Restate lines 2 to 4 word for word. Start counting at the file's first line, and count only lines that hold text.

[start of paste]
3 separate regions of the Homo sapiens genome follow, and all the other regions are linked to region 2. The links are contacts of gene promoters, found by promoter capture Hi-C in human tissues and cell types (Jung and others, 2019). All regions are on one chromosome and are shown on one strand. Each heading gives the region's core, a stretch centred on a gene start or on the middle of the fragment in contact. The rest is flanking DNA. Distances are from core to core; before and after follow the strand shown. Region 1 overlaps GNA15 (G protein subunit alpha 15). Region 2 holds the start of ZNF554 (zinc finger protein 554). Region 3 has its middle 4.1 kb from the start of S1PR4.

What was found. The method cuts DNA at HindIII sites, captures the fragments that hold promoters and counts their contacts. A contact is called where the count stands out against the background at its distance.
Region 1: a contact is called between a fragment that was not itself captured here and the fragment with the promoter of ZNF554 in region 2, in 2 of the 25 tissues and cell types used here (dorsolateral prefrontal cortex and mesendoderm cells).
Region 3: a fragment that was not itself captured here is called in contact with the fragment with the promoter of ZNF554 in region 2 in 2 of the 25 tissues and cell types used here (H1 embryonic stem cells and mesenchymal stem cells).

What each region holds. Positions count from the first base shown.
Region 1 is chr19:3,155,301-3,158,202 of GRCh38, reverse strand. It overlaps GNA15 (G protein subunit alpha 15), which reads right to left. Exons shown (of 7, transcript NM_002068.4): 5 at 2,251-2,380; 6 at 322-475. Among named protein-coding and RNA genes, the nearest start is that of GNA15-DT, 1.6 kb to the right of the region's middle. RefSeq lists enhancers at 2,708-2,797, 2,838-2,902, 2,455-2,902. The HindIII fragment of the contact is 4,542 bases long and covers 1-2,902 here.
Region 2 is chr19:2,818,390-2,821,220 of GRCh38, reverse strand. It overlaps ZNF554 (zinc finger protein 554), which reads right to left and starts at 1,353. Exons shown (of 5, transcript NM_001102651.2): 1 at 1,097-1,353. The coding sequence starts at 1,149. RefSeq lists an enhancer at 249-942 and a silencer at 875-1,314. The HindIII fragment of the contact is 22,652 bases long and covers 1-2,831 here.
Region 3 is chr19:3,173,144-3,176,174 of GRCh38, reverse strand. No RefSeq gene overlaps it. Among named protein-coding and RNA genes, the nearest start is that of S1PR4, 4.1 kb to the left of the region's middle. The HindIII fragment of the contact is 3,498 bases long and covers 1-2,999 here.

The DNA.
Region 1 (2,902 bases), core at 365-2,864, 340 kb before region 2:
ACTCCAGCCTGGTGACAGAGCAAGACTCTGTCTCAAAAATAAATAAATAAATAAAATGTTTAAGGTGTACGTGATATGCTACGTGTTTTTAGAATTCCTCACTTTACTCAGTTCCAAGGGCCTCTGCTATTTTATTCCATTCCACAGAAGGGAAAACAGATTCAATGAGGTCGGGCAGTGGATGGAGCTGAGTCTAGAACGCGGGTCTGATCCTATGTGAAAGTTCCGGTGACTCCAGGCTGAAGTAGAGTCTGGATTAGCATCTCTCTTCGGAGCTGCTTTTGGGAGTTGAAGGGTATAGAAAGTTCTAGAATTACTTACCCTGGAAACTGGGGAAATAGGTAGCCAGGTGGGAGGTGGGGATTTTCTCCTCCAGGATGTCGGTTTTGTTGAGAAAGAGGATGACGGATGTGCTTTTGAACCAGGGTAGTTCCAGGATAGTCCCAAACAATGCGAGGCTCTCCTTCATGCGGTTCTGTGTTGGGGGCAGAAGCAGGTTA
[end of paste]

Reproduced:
What was found. The method cuts DNA at HindIII sites, captures the fragments that hold promoters and counts their contacts. A contact is called where the count stands out against the background at its distance.
Region 1: a contact is called between a fragment that was not itself captured here and the fragment with the promoter of ZNF554 in region 2, in 2 of the 25 tissues and cell types used here (dorsolateral prefrontal cortex and mesendoderm cells).
Region 3: a fragment that was not itself captured here is called in contact with the fragment with the promoter of ZNF554 in region 2 in 2 of the 25 tissues and cell types used here (H1 embryonic stem cells and mesenchymal stem cells).